The purpose of the water-quality monitoring program is to determine variations in water-quality parameters as influenced by seasonal fluctuations in hydrologic conditions and agricultural drainage operations. Routine water-quality monitoring is complemented on a quarterly basis by additional chemical analyses for an expanded list of chemical constituents present in agricultural drainage water which, in addition to selenium and boron, includes major ions (calcium, potassium, magnesium, sodium, chloride, bicarbonate and sulfate), total alkalinity, total hardness, total dissolved solids and pH. Those constituents are considered significant indicators of water quality and could affect toxicity of other elements or cause direct toxicity.
A Quality Assurance Project Plan was developed for the project by the U.S. Bureau of Reclamation (USBR 1996), which follows EPA's 16-element protocol. This plan includes the protocols for both field and laboratory procedures used by Reclamation, Fish and Wildlife Service, Department of Fish and Game and the California Regional Water Quality Control Board.
Even though researchers have been studying selenium drainage hydrology and chemistry for over a decade, many unresolved scientific questions remain. The Grasslands Bypass Project offers a unique opportunity to help resolve some of those scientific issues.
Sediments. Previous use of the San Luis Drain was responsible for much of the accumulated sediment upstream and downstream of the 18 check structures along the 28-miles (45 km) drain alignment. The prohibitive cost of removing and transporting the approximately 1.9 million cubic feet (55,000 cubic meters) of sediment — estimated at between $1.1 million and $3.4 million — led to the decision to leave the sediments in place. These accumulated sediments are a potential source of selenium. If selenium in the sediments was mobilized and reintroduced into the water column, it would reduce the allowable selenium load from the project area. Under normal operations, flows of less than 1 ft/second (0.3 m/s) per second appear to be slow enough to prevent resuspension of bed sediments. In the event that the drain behaves as a selenium sink, there is concern that concentrations remain below the hazardous materials concentration of 100 ppm (wet weight basis).
Fig. 4. Cumulative sum of selenium loads at sites PE-14 and FC-5 for water years 1995—1997.
Natural system bioremediation. Average annual losses of selenium of approximately 25% (with a wider range of monthly values) were observed from 1985 to 1996 between the monitoring sites south of the Grassland Water District and the monitoring sites located in Mud and Salt sloughs. The advent of seasonal wetland drainage in the spring, and fall water deliveries in the fall, made it more difficult to separate natural system bioremediation from the pond drainage releases and water diversions during these periods. Techniques for enhancing natural processes of selenium volatilization to the atmosphere or immobilization in the sediments would enhance the ability of the agricultural water districts to meet selenium load objectives.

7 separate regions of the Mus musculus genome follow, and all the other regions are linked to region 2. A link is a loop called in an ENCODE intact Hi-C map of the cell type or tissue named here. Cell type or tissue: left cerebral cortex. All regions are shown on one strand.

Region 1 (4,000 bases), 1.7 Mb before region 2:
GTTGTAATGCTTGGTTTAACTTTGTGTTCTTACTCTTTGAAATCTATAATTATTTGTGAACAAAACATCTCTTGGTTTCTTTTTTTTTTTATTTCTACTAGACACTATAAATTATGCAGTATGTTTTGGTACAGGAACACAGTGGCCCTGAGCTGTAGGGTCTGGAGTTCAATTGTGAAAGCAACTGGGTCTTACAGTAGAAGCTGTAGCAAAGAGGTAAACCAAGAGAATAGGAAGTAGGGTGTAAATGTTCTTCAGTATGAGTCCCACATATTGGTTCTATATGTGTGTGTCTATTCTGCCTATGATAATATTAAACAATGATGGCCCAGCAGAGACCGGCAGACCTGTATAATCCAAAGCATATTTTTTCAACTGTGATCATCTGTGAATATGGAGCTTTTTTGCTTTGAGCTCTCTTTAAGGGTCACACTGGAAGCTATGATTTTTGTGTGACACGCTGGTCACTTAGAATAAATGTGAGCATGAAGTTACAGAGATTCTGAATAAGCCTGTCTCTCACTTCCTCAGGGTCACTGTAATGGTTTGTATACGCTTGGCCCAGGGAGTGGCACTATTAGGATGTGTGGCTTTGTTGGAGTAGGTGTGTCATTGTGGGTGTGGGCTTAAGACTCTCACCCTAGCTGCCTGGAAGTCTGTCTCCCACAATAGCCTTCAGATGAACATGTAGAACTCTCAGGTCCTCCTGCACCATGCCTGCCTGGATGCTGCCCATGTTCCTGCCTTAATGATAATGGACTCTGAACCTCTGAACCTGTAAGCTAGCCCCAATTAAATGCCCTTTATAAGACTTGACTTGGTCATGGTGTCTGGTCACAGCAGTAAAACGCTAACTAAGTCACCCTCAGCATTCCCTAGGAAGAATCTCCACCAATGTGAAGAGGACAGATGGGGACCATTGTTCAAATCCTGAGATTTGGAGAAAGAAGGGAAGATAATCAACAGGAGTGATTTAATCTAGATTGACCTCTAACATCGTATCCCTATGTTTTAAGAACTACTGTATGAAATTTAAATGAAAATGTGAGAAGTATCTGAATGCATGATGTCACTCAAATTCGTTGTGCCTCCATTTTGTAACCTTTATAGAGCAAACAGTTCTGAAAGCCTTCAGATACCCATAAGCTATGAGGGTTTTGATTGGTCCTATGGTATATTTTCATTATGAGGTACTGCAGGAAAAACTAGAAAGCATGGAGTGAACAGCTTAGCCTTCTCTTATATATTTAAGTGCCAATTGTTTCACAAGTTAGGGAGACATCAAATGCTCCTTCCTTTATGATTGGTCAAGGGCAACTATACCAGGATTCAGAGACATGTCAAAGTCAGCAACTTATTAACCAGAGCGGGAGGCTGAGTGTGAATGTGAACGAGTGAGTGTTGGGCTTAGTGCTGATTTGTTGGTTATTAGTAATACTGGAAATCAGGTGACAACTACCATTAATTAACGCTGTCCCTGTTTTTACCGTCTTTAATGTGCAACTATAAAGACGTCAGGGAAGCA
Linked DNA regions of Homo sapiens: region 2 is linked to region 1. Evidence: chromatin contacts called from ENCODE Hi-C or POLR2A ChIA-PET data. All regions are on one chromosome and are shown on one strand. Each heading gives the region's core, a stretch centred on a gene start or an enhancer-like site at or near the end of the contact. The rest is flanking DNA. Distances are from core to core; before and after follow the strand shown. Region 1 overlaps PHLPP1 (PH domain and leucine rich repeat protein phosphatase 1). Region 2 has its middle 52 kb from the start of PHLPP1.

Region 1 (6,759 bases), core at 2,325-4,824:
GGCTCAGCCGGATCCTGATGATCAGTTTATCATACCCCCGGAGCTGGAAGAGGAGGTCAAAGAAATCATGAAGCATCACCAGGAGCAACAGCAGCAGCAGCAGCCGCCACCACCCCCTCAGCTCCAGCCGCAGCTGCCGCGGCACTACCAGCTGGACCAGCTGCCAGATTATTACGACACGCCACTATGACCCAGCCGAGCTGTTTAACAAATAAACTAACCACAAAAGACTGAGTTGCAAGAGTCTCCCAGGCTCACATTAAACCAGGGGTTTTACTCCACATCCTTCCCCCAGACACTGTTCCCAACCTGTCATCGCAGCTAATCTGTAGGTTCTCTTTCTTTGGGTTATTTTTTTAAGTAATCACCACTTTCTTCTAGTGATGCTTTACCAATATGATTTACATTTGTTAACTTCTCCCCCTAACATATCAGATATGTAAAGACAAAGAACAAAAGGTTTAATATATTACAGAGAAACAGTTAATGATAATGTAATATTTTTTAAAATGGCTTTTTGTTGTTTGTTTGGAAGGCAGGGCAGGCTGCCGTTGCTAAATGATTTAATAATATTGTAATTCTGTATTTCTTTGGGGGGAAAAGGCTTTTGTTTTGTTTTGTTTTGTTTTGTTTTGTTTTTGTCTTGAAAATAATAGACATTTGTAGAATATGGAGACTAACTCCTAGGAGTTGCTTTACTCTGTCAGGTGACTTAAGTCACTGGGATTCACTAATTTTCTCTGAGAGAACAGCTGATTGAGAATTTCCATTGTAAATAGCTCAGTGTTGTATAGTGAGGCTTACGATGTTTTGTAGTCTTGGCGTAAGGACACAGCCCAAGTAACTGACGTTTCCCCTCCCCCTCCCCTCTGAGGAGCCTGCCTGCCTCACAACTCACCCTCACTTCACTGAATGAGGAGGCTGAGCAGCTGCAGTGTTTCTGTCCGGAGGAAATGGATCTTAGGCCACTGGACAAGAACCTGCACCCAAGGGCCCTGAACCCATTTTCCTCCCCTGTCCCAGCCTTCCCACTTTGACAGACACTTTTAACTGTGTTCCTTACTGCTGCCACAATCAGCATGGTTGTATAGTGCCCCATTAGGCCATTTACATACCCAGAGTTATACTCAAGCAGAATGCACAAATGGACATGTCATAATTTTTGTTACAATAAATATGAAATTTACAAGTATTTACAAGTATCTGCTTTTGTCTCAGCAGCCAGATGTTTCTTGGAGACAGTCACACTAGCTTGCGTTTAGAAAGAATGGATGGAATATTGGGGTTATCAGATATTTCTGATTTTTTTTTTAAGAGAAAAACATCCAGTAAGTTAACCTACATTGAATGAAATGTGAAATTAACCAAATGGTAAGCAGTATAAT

Fig. 5. Selenium loads at sites PE-14 and FC-5 for past 24 months compared to monthly selenium load targets at Site B.
Upslope contribution to drainage. Relic stream channels, long since filled by natural evolution of the alluvial fans or more recently by cultivation, are suspected of providing a hydraulic connection between the Panoche Creek alluvial fan and downslope drains. This is evident in a number of fallowed fields where tile drains flow even though neither those fields nor adjacent fields are irrigated. Managing drainage discharge is further complicated during the wet season, when ephemeral flows from the 380-square-mile watershed served by Panoche Creek recharge the alluvial fan.
To meet selenium load targets, a series of innovations have been made at the farm level in the past 12 months, and irrigation practices (many of which have been in place for 40 years or more) have been modified to accommodate new management constraints and objectives.
Real-time flow and water-quality monitoring. In the first few months of the project, continuous flow meters were installed at each of the main discharge points. Daily selenium samples have been taken at district outlets and in the San Luis Drain to develop a database of load contributions from various sources and to verify the data generated by the compliance monitoring program. Radio and telephone telemetry systems have been installed at a few locations, allowing real-time monitoring of the district's contribution to overall drainage flow. Water meters were retrofitted on drainage sumps and discharge points in each district to estimate the drainage flow contribution from each source and the mass contribution to each district's selenium load. With this knowledge, individual water districts have developed load targets for individual farmers in terms of allowable monthly flows. Flow is more easily measured at the farm level and less expensive than selenium analysis, which typically takes more than a week to complete in a contract laboratory and costs about $20 per sample.